Here's Why We're Still Talking About Women's Leadership

We know that… Yet…
Women make up 50% of the global working-age population and provide 75% of unpaid care work worldwide[i] Women generate only 37% of global GDP.[ii]
·      The cost of turnover for knowledge workers ranges from 200 to 500% of salary.[iii]

·      Compared with men at the same level, SVP-level women are 20% less likely to leave, and women in the C-suite are about half as likely to leave.[iv]

Women only make up 23% of SVP leaders and 17% of C-suite executives.[v]
·      Companies with the highest number of women on the board of directors outperform those with the lowest by 16% on return on sales and by 26% on return on invested capital.[vi]

·      Companies with women directors had a lower risk of insolvency than other companies. [vii]

·      A higher percentage of women directors is correlated with higher Corporate Social Performance ratings.[viii]

 

As of 2013, women only held 17% of board seats in the U.S.[ix]

 

Studies have shown that:

o   Gender balanced teams create better conditions for innovation.

o   More gender diversity increases the probability that priority deliverables are achieved before schedule.[xi]

o   The collective intelligence of a group significantly correlates to the proportion of females in the group.[xii]

 

Less than half of workers believe that gender diversity is a top priority for their CEO, and only a third view it as a top priority for their direct manager. (note: women are less likely than men to see gender diversity as a priority for their manager and CEO)[xiii]

 

Companies with women CEOs have experienced better financial performance, outperforming both the market and their industries by up to 28%.[xiv] Only 5% of Fortune 500 companies have female CEOs.[xv]

 

Women outperformed men on the majority of leadership competencies in several studies, including “tenacity,” “practices self- development,” and “displays high integrity and honesty.”[xvi] Female leaders are held to more rigorous standards and are more likely to be fired than their male counterparts.[xvii]
Women still make just 78 cents for every dollar men make.[xviii] Only 63% of men say the country needs to continue to make changes to give men and women equality in the workplace.[xix]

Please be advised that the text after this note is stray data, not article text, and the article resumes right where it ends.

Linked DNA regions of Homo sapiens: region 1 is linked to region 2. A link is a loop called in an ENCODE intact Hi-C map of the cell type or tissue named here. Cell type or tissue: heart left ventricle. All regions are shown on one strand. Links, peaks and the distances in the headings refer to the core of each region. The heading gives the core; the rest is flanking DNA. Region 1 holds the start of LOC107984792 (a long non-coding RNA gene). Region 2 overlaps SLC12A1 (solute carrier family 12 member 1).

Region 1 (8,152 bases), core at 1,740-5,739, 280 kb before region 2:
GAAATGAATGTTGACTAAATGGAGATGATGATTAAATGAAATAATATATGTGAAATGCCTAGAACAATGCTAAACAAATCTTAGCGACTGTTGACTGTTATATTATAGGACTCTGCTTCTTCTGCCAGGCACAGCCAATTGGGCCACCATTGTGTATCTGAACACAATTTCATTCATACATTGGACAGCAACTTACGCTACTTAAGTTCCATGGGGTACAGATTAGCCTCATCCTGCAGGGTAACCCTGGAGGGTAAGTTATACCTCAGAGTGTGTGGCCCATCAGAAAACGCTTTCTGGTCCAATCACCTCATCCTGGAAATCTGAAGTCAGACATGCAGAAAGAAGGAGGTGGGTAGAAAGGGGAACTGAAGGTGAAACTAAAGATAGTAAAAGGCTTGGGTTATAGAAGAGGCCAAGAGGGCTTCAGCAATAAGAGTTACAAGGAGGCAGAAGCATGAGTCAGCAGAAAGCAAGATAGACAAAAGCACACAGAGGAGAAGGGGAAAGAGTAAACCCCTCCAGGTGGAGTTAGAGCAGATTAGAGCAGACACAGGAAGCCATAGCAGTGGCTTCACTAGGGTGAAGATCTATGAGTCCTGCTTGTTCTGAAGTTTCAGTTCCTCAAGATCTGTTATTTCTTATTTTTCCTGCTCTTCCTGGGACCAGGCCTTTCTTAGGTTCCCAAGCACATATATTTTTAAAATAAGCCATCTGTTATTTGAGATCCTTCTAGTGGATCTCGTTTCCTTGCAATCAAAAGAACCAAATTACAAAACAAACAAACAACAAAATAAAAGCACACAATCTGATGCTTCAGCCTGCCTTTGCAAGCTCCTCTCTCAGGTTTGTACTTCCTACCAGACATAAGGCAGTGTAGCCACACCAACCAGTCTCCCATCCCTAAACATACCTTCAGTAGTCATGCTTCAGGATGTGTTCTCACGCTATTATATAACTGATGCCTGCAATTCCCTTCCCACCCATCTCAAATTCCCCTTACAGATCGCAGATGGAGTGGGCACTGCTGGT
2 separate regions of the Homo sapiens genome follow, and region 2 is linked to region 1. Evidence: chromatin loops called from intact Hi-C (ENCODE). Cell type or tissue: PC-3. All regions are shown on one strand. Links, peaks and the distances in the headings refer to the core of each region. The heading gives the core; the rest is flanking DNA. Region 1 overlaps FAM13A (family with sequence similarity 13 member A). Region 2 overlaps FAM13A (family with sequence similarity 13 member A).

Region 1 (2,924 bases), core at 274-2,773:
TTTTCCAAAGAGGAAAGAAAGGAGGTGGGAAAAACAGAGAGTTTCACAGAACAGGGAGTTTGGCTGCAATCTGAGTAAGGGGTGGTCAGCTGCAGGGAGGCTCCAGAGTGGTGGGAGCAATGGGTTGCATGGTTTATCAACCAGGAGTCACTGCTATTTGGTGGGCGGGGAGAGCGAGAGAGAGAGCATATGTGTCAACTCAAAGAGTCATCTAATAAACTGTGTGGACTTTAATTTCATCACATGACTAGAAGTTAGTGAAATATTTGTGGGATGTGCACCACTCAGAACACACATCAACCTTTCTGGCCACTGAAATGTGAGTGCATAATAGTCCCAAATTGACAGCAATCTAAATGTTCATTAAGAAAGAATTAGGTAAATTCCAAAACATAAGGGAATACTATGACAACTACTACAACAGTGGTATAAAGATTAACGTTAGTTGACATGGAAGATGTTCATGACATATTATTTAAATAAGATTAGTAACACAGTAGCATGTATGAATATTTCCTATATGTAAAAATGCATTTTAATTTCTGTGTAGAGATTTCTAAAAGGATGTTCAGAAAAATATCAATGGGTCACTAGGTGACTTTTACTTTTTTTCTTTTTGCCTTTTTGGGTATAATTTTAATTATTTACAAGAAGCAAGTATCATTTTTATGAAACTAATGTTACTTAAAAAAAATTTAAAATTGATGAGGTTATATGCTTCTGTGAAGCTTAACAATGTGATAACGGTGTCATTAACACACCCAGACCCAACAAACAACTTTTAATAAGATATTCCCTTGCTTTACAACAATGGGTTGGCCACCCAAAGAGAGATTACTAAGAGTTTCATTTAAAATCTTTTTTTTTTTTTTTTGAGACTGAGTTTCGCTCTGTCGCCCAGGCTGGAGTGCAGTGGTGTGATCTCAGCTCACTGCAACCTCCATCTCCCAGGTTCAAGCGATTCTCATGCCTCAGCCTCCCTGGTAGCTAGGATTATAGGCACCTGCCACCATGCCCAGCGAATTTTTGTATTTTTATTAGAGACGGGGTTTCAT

[i] McKinsey Global Institute, “The power of parity: How advancing women’s equality can add $12 trillion to global growth,” September 2015

[ii] Ibid.

[iii] Deloitte, “The gender dividend: Making the business case for investing in women,” 2013.

[iv] LeanIn and McKinsey & Company, “Women in the Workplace 2015”

[v] Ibid

[vi] Catalyst, “The Bottom Line: Corporate Performance And Women’s Representation On Boards (2004–2008)”, 2011

[vii] Nick Wilson and Ali Altanlar, “Director Characteristics, Gender Balance and Insolvency Risk: An Empirical Study,” Social Science Research Network (2009).

[viii]Soares, Rachel, Heather Foust-Cummings, Claude Francoeur, and Réal Labelle.

Companies Behaving Responsibly: Gender Diversity on Boards. New York: Catalyst, 2015

[ix] Rachel Soares, Mark J. Bartkiewicz, Liz Mulligan-Ferry, Emily Fendler, and Elijah Wai Chun Kun, 2013 Catalyst Census: Fortune 500 Women Board Directors (Catalyst, 2013)

The Lehman Brothers Centre for Women in Business, “Innovative Potential: Men and Women in Teams,” 2007

[xi] Turner, L. (2009) ‘Gender diversity and innovative performance’, Int. J. Innovation and Sustainable Development, Vol. 4, Nos. 2/3, pp.123–134.

[xii] Anita Williams Woolley, et al, “Evidence for a Collective Intelligence Factor in the Performance of Human Groups,” Science, 29 October 2010.

[xiii] LeanIn and McKinsey & Company, “Women in the Workplace 2015”

[xiv] Catalyst, “Why Diversity Matters,” July 2013

[xv] Pew Research Center, “Women and Leadership,” 2015

[xvi] Catalyst, “Why Diversity Matters,” July 2013

[xvii] Barling, Julian (2014), The Science of Leadership, Lessons from Research for Organizational Leaders (208) New York, Oxford University Press

 

[xviii] White House Council Of Economic Advisers Issue Brief, “Gender Pay Gap: Recent Trends And Explanations,” April 2015

[xix] Pew Research Center, “Women and Leadership,” 2015

 

Rachel Zurer

Rachel is Conscious Company’s resident words wrangler, in charge of all editorial content. Before joining the CCM in April 2016, Rachel spent nearly 5 years as a print and digital editor on the award-winning team at BACKPACKER magazine. Her freelance writing and radio reporting has appeared in a variety of national publications, including Issues in Science & Technology, Yoga Journal, Paste Magazine, Pacifica Radio, and Wired, where she was a fellow in 2011. She holds an MFA in Creative Nonfiction writing from Goucher College, studied linguistics and computer science at Duke University, and is a certified yoga teacher.